Comefrom0x10 released

After a long hiatus while I built Text Collector, last week I finally returned to my paradigm shifting language, Comefrom0x10. It now has a home page on Read the Docs that features a tutorial, standard library documentation and more.

Except for a couple minor bugs, its implementation was actually functionally complete eight months ago. I hesitated to release it, however, because of rather embarrassing performance problems.

Now, it wouldn’t be fair to say that Cf0x10 is just slow. It’s catastrophically slow. The brainfuck.cf0x10 program takes 10 seconds to run helloworld.b on the laptop I’m using to write this, and gets dramatically worse as the program gets longer.

What went wrong?

It’s not a fundamental problem with the comefrom paradigm, but a consequence of the twisted way the language took on a life of its own during implementation. I started with the idea that I was building a rather ordinary stack-based interpreter, but Cf0x10 would have none of it. As it evolved, the original idea became a disfigured mutant: I can demonstrate with tests that it works, but it’s too convoluted to allow necessary optimizations.

Oh well, as they say, first make it right, then make it fast release it.

Comefrom0x10 patterns: Ayarbtu

Blocks in Comefrom0x10 look like functions in other languages and they create scopes like functions, but they are not functions – they do not take parameters or return values. The scope thing aside, block names are analogous to statement labels. Blocks let you use meaningful names instead of line numbers.

Since cf0x10 block names really are just labels that happen to denote scope, you are free to assign a variable of the same name. For example:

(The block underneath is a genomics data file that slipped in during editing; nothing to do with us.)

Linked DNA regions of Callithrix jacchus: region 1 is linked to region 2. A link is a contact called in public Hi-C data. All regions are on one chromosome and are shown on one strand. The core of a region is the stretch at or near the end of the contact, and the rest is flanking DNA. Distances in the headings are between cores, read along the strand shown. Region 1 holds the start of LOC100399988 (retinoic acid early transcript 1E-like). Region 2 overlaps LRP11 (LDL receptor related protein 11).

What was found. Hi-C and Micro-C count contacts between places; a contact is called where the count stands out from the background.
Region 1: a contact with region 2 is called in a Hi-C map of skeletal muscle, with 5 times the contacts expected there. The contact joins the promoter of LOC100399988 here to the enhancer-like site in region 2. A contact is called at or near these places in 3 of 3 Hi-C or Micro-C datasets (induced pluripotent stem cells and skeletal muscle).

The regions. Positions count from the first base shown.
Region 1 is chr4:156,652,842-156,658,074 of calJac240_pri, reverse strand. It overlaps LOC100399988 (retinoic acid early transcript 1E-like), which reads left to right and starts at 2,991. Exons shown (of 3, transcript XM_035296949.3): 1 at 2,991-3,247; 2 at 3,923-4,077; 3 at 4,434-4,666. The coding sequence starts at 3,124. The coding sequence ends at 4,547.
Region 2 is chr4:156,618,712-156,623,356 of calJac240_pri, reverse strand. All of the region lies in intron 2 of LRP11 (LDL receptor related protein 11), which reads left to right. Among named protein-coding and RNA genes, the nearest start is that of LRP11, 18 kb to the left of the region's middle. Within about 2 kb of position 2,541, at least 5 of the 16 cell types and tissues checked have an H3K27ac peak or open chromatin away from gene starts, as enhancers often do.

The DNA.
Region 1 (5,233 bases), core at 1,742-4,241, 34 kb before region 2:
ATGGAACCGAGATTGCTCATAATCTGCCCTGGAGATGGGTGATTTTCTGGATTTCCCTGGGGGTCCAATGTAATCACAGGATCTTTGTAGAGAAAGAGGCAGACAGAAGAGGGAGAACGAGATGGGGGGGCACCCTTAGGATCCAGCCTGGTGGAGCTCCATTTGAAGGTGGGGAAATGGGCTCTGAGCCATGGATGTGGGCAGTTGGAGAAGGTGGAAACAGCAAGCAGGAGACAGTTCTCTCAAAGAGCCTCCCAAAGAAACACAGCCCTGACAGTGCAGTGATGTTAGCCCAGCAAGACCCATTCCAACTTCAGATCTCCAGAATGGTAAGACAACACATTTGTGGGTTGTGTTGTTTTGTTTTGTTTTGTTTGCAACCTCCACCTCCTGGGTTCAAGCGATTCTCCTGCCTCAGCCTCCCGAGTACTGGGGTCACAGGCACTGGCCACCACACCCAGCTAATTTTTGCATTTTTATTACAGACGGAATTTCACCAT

foo = 'bar'
foo
  comefrom if foo
  'I am now in the block called foo.'
  'The block should not be confused with the variable ' foo

This variable is often both the signal for jumping into a block and a value the block modifies, as if the block “foo” were returning by assigning to the variable “foo”.

I call this pattern, “All your assignment are belong to us,” or Ayarbtu for short. The standard library block “car” uses it, so you can get the first character of a string like so:

car = "Hello"
car # prints "H"

Here is how you can roll your own Ayarbtu block:

salute
  comefrom if salute
  salute = "Hello, " salute
  comefrom salute if salute

salute = "world"
salute # prints "Hello, world"

Ayarbtu is just a convention, but assignment as return value has precedent – in QBasic, for example – and cooperative assignment is easily done in, say, Java. You might know it as “aspect-oriented” programming.

Comefrom0x10: unary minus

In the original Comefrome0x10 grammar, I skipped unary minus. In retrospect, its presence has important consequences that I should have considered earlier, so unary minus made me reverse a couple decisions.

Line continuation

Comefrom0x10 uses newlines to delimit statements, which is fairly common in modern languages. What is not so common is that a standalone expression has a side effect: it writes to program output, as in PowerShell. This makes hello world succinct:

'hello world'

Prior to adding the unary minus operator, I allowed line continuation if an operator started a line, so these would be equivalent: